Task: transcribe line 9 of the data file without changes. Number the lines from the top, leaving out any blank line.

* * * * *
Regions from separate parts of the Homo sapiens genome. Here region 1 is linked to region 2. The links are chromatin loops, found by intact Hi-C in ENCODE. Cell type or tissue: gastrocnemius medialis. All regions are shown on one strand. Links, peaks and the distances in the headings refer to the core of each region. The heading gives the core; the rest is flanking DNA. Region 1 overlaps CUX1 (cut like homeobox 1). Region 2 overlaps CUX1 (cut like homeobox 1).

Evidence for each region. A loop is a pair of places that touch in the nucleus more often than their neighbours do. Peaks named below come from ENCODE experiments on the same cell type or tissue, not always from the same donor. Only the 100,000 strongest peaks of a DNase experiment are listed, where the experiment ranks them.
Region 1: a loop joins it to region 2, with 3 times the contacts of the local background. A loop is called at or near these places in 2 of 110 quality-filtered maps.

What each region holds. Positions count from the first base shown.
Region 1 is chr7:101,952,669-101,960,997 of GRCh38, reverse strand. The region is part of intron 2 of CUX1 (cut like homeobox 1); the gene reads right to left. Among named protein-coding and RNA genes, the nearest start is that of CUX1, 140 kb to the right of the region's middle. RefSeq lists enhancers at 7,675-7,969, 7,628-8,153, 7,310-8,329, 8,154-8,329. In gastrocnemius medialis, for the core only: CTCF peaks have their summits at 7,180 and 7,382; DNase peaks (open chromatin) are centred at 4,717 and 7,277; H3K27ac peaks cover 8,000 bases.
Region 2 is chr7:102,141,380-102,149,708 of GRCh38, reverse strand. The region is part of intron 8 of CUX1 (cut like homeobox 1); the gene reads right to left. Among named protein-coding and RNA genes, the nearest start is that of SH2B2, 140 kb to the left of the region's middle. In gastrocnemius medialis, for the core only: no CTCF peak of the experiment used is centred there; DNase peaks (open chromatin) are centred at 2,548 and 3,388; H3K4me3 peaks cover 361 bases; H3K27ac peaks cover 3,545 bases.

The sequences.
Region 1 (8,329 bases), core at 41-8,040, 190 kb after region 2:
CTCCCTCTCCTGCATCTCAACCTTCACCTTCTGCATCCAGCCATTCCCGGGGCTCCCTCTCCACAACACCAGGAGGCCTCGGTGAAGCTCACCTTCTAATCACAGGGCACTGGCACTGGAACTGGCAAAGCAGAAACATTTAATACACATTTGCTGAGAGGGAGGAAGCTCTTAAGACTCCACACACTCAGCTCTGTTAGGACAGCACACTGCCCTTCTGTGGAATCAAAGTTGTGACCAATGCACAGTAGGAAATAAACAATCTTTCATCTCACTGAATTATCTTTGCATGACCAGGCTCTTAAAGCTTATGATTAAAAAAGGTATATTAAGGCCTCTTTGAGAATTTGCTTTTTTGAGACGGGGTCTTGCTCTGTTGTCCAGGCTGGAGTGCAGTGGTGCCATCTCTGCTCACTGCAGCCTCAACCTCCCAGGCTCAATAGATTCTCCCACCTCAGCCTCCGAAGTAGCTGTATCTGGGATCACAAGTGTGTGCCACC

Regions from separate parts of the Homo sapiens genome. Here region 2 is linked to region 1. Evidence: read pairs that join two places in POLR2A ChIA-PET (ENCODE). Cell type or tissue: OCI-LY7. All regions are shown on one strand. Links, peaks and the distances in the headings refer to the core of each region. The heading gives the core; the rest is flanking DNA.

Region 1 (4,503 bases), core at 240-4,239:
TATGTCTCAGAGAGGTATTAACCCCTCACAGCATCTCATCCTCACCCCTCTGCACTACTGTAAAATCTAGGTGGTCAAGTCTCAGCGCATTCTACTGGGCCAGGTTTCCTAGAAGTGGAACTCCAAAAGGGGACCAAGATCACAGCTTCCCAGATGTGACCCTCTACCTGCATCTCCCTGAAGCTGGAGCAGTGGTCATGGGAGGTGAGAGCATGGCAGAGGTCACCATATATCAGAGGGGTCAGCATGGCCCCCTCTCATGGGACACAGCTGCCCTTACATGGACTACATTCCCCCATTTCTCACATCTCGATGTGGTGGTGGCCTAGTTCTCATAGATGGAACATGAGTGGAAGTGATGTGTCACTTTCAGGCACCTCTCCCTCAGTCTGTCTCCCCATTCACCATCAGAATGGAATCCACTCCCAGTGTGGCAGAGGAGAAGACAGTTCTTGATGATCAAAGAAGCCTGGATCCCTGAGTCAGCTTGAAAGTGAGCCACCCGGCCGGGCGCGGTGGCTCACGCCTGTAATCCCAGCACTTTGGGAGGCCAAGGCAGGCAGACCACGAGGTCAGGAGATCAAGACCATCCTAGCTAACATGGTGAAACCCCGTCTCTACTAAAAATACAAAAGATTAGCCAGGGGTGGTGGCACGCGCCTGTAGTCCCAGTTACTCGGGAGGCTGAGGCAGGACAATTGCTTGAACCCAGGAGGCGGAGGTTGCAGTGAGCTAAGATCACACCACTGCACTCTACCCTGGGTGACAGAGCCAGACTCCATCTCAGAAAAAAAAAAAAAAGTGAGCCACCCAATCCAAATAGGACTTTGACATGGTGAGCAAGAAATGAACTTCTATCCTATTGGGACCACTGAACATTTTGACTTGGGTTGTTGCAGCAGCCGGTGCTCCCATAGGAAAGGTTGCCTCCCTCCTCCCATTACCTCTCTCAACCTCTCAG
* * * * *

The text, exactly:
CTCCCTCTCCTGCATCTCAACCTTCACCTTCTGCATCCAGCCATTCCCGGGGCTCCCTCTCCACAACACCAGGAGGCCTCGGTGAAGCTCACCTTCTAATCACAGGGCACTGGCACTGGAACTGGCAAAGCAGAAACATTTAATACACATTTGCTGAGAGGGAGGAAGCTCTTAAGACTCCACACACTCAGCTCTGTTAGGACAGCACACTGCCCTTCTGTGGAATCAAAGTTGTGACCAATGCACAGTAGGAAATAAACAATCTTTCATCTCACTGAATTATCTTTGCATGACCAGGCTCTTAAAGCTTATGATTAAAAAAGGTATATTAAGGCCTCTTTGAGAATTTGCTTTTTTGAGACGGGGTCTTGCTCTGTTGTCCAGGCTGGAGTGCAGTGGTGCCATCTCTGCTCACTGCAGCCTCAACCTCCCAGGCTCAATAGATTCTCCCACCTCAGCCTCCGAAGTAGCTGTATCTGGGATCACAAGTGTGTGCCACC